Other pores and spines are often present on the frontal surface of the zooids and these are important in species identification. Compared with other groups that can be mistaken for bryozoans, the well-defined modular zooids generally permit distinction from sponges that tend to have less organized structures. The millimetric scale of the zooids and lack of septa enable bryozoans to be separated from corals that have larger zooids (corallites) with septa, while the calcareous bryozoan skeleton provides a clear distinction from graptolites whose organic skeletons are usually preserved as black carbonaceous streaks.

Living in a colony

The shape of bryozoan colonies can be a poor indicator of their identity because of convergent evolution – time and time again different groups of bryozoans have evolved almost identical colony shapes reflecting adaptations to particular environments and modes of life. For example, net-like fronds occur in Carboniferous fenestellid bryozoans, abundant in the Carboniferous Limestone, but also in some Cenozoic cyclostome and cheilostome bryozoans found in the Coralline Crag. During life, the nets would have formed plankton filtration structures, each zooid helping to pump water through the holes and capturing food particles as they passed.

Perhaps the most distinctive of all bryozoans is Archimedes, named for its screw-shaped axis looking similar to a water pump invented by the Greek philosopher Archimedes. Complete Archimedes colonies have a continuous net attached to the flanges of the screw but this often breaks off during fossilization leaving the robust calcite screw.

Fig. 4. Screw-shaped axis of the Carboniferous bryozoan Archimedes, common in the USA but unfortunately yet to be recorded in Britain.

Lunulite bryozoans are unusual in being free-living. Instead of anchoring to a heavy substrate, lunulite colonies develop on tiny shell fragments or sand grains, rapidly outgrowing them and coming to rest freely on the seabed. Colonies are generally less than 1cm in diameter and shaped like a Chinese peasant’s hat. Observations of living lunulites have shown that they are able to dig themselves out of the sand or silt if buried. Some species can even walk around using coordinated movements of hair-like appendages.

When fragile lunulite colonies are broken, the fragments can regenerate and grow into complete colonies. This form of asexual propagation predominates in some lunulite populations and can be recognized by the wedge-shaped remains of the parent colony visible on the underside of the new colony. In other cases, lunulite colonies are the products of sexual reproduction and begin life from a larva like other bryozoans.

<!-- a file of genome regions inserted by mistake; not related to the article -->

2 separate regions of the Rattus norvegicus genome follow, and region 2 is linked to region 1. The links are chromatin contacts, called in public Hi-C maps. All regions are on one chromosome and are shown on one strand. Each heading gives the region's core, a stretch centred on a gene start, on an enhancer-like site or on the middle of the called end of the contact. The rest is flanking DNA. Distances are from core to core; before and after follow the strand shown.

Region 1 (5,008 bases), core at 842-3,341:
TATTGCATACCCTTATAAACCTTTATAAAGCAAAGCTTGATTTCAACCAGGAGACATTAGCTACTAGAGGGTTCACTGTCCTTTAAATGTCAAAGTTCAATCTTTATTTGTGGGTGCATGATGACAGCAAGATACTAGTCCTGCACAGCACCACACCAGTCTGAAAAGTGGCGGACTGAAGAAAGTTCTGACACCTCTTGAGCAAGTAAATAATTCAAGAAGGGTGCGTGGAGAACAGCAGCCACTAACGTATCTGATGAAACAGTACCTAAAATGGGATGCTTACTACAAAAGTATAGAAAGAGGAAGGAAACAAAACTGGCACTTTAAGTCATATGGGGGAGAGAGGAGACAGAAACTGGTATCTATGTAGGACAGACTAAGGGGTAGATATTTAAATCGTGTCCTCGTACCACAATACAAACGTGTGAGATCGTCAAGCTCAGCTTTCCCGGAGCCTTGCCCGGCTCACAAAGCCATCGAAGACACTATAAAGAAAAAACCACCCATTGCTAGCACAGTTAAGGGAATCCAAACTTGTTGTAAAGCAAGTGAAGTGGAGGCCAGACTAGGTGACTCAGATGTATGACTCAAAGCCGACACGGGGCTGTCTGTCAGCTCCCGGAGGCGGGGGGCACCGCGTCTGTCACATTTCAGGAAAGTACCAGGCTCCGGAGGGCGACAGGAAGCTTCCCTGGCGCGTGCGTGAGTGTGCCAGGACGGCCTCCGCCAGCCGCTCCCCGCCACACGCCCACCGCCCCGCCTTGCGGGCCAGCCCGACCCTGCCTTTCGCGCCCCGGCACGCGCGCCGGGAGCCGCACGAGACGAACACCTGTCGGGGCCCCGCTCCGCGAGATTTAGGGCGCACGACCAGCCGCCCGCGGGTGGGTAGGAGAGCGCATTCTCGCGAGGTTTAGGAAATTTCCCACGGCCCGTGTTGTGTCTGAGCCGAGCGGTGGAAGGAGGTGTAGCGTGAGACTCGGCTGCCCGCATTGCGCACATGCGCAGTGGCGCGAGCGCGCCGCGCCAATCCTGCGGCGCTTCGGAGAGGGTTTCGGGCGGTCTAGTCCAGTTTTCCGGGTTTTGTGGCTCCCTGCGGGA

The common Chalk echinoid Echinocorys is a feature of many fossil collections. Look at almost any specimen of Echinocorys that hasn’t been cleaned too vigorously and you will find encrusting bryozoan colonies on the surface. Sometimes, two such colonies will have grown next to one another. When this happens, they compete for living space, the dominant competitor overgrowing the weaker one. Such observations can provide rare instances of competition frozen in the fossil record. Palaeontologists are able to study overgrowths to work out how different bryozoans have competed over millions of years of geological time and gain insight into the evolution of competition.

Microscopic structure

To appreciate the fine structure of bryozoans, it is necessary to study them under a microscope. Binocular microscopes are generally adequate for species identification, but a scanning electron microscope is needed to see bryozoans in their full glory. The delicate micro-engineering of their calcareous skeletons, especially the tessellated patterns of their interlocked zooids, is astonishing.

Fig. 5. Scanning electron micrograph of the upper surface of the free-living lunulite bryozoan Cupuladria. This particular specimen is a beached, recent colony from the Caribbean and measures 4mm in diameter.

Bryozoans are remarkable in having zooids specialized to perform different functions, leading to polymorphism. Colonies may contain feeding, defensive and reproductive zooids that look totally different from one another even though they are genetically identical. The hair-like appendages of lunulites are borne by polymorphic zooids called “vibracula”. Polymorphic zooids that brooded embryos are also often present. These can be easily recognized in fossils using a microscope, allowing us to diagnose ancient pregnancies.

Fig. 6. This scanning electron micrograph shows competition between two Pliocene bryozoans frozen in time. A colony of Trypostega (lower right) is overgrowing and smothering a colony of Floridina (upper left). The field of view is a little over 1mm.

Sometimes brooding zooids are large, bulbous structures in which tens of embryos were housed prior to being released as larvae to swim away and found new colonies. In other cases, the embryos are brooded one at a time in small, hood-shaped structures. Another type of zooid called an “avicularium” is equipped with a beak-like mandible used to restrain would-be predators.

Fig. 7. Exquisite detail is preserved in this scanning electron micrograph of the bryozoan Pelmatopora, from the Norfolk Chalk. Tentacles would have been protruded through each of the large, semi-elliptical openings when the colony was alive. Field of view about 2mm wide.

Next time you’re out in the field collecting fossils, don’t ignore the bryozoans. You may discover branches of erect colonies or entire encrusting colonies attached to the surface of oysters and other fossils. Take them home, carefully clean them (a soft toothbrush is ideal), and get hold of a binocular microscope to observe their fine structure. You may be surprised with what you can observe.

Fig. 8. Just over 1mm in length, the bulbous zooid at the centre of this scanning electron micrograph is a polymorphic zooid that brooded embryos when this Jurassic bryozoan was alive. The specimen was collected from the Oxford Clay near Oxford.

Further reading

Pliocene bryozoans in the Suffolk Coralline Crag, by Paul D Taylor and Rory Milne


Bock, P. E. The Bryozoa Home Page:

Taylor, P.D. & Lewis, D.N., 2005. Fossil Invertebrates. The Natural History Museum, London, 208 pp.

Leave a Reply